I have been an employee at a private nursing home for 24 years. I now work part-time for five days in a two-week period, 7.5 hours per day. When my scheduled day to work falls on a holiday, I do not get paid for that day. Therefore I lose a day’s work and only get four days in that pay period. Why must I lose a day’s work because it is a holiday? It just does not seem fair to me.
— Expensive Holiday, Ohio
This is a pretty important issue—after all, you rely on having that consistent income, and getting a day without pay thrown at you is a big deal.
This is one of the problems with employers having all the say on what’s considered “fair.” Unless you have a contract or union agreement that says otherwise, it is probably legal. But “legal” doesn’t mean “fair.” While the federal government and most public employers recognize certain holidays and provide either paid time off or premium pay for their employers on those days, there is almost nothing required by statute for private sector employees with respect to holidays. Federal wage and hour law and the vast majority of state laws do not require private sector employers to treat holidays any differently than any other days. Unless you have an individual or union contract guaranteeing you a certain number of hours per week, or specifically requiring paid time off for holidays, you can be scheduled off without pay. Also, except in a small number of states (such as Massachusetts and Rhode Island), private sector employees are not entitled by statute to extra pay if they are required to work on a holiday.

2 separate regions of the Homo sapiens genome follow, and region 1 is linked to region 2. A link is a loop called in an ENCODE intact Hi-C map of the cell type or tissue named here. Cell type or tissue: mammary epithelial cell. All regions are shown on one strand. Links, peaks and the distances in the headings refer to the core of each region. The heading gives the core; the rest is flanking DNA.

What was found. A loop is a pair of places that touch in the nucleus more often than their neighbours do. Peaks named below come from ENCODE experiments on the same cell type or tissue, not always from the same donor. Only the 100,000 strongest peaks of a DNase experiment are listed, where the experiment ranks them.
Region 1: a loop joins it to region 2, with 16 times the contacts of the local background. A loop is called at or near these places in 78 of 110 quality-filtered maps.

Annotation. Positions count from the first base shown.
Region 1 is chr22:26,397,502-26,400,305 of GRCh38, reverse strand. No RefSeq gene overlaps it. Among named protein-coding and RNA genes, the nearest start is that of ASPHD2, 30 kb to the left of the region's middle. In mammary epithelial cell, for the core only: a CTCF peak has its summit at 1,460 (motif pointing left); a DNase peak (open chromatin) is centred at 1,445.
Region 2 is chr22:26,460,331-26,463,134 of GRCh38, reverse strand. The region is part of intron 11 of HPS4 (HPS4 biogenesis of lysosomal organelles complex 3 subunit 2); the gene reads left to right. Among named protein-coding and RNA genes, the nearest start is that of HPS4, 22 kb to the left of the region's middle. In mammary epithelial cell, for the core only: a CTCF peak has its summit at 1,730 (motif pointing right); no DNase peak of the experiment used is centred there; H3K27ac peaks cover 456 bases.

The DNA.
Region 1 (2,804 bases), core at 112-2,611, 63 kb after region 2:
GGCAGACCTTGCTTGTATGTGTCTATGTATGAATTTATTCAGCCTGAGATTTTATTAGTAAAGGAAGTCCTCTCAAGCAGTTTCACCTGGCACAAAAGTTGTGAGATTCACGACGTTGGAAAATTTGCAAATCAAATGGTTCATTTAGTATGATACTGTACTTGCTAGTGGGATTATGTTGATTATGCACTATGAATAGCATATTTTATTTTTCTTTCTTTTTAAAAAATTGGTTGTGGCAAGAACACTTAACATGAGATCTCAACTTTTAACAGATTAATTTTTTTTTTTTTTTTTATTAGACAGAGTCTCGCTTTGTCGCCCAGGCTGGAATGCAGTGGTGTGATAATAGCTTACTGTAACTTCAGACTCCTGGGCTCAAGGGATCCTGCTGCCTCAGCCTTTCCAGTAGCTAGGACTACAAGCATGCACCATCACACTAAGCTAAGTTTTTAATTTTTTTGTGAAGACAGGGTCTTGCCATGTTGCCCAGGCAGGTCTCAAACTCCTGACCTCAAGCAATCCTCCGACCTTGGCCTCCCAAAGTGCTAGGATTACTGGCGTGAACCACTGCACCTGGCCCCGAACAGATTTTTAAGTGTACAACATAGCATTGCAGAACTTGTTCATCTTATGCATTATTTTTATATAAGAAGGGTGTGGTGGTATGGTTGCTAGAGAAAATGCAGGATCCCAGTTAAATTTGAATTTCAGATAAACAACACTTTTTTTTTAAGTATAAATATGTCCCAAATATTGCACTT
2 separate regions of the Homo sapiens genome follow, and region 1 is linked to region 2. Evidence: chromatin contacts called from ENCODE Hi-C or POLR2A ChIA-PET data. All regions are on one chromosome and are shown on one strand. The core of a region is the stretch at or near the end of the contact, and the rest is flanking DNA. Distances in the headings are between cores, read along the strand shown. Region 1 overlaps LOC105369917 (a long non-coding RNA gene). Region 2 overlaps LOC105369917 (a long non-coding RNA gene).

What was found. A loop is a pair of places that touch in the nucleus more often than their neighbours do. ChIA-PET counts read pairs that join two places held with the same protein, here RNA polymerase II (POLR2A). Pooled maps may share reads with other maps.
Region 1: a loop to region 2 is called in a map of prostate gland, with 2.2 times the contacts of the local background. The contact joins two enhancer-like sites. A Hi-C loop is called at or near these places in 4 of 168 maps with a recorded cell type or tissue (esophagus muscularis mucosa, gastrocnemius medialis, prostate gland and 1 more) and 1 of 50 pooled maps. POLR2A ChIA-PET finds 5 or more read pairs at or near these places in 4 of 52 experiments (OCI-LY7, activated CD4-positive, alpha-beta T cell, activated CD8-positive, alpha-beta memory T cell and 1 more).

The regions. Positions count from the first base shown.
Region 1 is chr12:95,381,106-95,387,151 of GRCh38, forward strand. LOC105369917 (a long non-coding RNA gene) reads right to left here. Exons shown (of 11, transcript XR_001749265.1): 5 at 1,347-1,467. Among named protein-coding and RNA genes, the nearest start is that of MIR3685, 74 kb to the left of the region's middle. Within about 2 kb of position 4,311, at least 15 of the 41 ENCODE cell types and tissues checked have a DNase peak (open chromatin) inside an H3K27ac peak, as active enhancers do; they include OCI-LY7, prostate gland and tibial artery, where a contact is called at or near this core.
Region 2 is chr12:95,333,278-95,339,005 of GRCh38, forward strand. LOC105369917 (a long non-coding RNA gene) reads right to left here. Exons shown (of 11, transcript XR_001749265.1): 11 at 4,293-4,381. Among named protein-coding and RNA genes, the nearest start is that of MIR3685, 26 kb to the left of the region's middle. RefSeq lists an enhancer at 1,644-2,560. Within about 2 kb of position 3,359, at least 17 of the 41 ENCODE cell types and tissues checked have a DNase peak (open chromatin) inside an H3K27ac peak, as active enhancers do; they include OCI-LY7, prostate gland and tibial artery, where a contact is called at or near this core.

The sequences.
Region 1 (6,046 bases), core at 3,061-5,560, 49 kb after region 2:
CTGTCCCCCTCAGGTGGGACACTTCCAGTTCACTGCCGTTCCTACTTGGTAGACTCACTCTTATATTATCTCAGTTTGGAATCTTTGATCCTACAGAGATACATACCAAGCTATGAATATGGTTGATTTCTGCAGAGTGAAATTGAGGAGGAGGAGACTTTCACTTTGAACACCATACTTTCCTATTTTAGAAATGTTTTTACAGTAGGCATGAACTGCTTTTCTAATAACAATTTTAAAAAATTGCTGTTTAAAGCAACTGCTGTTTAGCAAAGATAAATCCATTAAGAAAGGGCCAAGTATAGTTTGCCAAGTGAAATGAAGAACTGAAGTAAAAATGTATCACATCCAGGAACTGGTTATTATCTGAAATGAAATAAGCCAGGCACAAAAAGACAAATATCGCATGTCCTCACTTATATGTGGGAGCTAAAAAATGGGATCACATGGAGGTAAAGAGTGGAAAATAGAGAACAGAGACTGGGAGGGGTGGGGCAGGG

So who gets to decide if you are going to be paid for a holiday, and who gets to decide what your schedule looks like? It’s not clear if you are working this schedule because it’s your preference or because that’s the only schedule your employer will offer you despite your long service.
Sometimes employers hold back holiday pay or other benefits as an incentive for working full-time or a certain number of hours. And too often employers are manipulating workers’ schedules so they don’t work enough hours to be eligible for those kinds of benefits. Even if that’s not what’s happening here, don’t you think 24 years working at the same place ought to come with some input into your working conditions? That might be a good question for you to take to some of your co-workers. While you’re at it, you might want to ask them if there’s anything else about their jobs they’d like to see get fixed. If enough of you end up on the same page, this might become an opportunity for you to address several issues at once—together.